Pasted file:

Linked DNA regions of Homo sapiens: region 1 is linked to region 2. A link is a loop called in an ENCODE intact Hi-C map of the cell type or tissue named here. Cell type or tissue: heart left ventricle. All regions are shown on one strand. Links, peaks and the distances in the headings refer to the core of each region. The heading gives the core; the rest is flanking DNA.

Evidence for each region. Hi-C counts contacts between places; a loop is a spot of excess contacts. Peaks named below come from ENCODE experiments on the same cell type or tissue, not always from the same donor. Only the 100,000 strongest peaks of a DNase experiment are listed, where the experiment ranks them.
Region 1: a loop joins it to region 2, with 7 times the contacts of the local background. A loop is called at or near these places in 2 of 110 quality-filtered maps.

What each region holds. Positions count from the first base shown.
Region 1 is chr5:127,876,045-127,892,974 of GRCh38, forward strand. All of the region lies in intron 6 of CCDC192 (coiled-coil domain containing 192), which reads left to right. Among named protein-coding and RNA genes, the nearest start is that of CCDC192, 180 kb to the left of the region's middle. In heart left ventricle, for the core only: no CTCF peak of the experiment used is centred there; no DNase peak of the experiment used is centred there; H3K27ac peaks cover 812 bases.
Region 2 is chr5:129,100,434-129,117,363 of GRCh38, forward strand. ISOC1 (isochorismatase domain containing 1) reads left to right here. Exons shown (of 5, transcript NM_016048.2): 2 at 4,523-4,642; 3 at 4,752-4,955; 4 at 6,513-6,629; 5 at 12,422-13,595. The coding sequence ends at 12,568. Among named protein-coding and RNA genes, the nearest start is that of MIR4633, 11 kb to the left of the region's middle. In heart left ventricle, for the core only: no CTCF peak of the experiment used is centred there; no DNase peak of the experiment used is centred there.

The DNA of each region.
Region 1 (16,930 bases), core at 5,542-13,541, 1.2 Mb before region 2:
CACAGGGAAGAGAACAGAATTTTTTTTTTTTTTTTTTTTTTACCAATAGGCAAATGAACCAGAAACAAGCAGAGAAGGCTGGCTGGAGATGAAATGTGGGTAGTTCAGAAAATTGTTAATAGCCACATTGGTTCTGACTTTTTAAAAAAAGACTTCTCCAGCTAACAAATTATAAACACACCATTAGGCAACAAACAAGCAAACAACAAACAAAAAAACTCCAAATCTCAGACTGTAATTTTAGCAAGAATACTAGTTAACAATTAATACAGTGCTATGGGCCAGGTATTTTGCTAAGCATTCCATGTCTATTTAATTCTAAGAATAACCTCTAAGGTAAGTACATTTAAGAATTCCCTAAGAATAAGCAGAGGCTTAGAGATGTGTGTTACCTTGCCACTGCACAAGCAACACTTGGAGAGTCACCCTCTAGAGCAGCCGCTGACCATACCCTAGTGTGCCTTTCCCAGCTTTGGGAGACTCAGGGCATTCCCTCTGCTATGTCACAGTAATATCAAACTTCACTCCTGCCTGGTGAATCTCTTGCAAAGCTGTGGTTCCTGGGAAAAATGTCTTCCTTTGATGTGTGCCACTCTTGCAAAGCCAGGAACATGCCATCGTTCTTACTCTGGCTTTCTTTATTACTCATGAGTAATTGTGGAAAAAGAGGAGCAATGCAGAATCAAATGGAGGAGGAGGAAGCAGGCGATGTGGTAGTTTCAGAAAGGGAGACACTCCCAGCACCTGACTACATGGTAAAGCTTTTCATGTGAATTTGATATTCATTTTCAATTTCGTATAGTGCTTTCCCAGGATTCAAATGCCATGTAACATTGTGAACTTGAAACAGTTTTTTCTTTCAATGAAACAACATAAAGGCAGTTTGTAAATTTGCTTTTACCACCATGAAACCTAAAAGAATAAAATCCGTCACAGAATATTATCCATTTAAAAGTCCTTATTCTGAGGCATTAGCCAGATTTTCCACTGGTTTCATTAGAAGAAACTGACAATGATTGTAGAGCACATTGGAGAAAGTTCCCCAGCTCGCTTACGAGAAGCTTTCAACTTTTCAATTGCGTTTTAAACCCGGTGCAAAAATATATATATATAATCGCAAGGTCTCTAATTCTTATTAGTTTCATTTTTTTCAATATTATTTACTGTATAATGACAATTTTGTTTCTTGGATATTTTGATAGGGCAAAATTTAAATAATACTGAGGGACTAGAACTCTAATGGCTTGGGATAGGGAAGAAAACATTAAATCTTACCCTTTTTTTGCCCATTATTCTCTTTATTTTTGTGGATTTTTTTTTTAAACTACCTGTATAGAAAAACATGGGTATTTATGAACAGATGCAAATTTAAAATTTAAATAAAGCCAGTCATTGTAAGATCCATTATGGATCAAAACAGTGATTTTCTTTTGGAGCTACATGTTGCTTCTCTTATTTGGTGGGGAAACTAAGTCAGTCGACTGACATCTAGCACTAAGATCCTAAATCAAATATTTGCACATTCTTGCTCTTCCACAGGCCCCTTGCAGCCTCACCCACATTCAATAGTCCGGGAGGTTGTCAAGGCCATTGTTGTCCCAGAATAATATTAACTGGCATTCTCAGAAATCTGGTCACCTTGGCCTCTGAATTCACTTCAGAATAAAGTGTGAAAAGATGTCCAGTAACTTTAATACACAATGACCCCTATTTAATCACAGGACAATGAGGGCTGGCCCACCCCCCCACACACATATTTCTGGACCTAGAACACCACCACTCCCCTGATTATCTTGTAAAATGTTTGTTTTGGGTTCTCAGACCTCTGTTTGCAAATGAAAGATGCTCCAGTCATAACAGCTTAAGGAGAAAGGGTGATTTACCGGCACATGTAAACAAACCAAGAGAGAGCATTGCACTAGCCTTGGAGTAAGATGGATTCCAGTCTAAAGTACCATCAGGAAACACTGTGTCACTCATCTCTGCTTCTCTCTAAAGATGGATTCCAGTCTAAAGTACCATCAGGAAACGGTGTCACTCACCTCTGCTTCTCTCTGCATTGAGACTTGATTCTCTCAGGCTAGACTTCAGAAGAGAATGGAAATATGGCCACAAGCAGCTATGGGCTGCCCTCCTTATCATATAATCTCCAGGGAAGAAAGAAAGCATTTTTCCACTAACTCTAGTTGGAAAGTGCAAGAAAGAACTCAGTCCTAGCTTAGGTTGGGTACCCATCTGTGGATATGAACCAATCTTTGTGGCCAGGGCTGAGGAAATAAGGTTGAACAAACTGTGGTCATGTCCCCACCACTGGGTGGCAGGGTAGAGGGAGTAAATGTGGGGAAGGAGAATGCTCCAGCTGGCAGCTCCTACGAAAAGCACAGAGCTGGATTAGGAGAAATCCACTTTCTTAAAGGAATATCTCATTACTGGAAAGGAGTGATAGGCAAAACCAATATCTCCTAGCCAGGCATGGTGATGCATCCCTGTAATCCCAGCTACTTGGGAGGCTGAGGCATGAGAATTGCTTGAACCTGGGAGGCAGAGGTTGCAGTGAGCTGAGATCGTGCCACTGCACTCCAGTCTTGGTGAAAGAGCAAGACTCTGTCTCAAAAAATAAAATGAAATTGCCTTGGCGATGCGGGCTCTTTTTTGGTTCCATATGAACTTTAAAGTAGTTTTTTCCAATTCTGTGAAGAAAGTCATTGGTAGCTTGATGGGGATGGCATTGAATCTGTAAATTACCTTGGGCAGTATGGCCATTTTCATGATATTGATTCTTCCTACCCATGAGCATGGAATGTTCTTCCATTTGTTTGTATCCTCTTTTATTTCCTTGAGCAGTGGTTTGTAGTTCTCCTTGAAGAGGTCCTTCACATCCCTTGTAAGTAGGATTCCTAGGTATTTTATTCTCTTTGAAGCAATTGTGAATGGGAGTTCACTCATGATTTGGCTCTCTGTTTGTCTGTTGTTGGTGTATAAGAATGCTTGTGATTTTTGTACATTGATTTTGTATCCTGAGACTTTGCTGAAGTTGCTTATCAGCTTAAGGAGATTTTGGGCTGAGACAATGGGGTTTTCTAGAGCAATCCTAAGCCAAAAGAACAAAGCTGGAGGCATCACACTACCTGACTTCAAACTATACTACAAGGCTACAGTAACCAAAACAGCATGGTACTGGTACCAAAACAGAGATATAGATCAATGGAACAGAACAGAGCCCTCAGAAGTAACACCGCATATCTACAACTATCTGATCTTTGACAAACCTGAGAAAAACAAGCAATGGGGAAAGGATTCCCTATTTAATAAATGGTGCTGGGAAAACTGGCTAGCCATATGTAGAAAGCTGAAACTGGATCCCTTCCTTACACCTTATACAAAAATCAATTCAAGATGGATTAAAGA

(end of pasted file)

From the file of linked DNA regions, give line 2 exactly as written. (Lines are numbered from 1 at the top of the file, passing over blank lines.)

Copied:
Evidence for each region. Hi-C counts contacts between places; a loop is a spot of excess contacts. Peaks named below come from ENCODE experiments on the same cell type or tissue, not always from the same donor. Only the 100,000 strongest peaks of a DNase experiment are listed, where the experiment ranks them.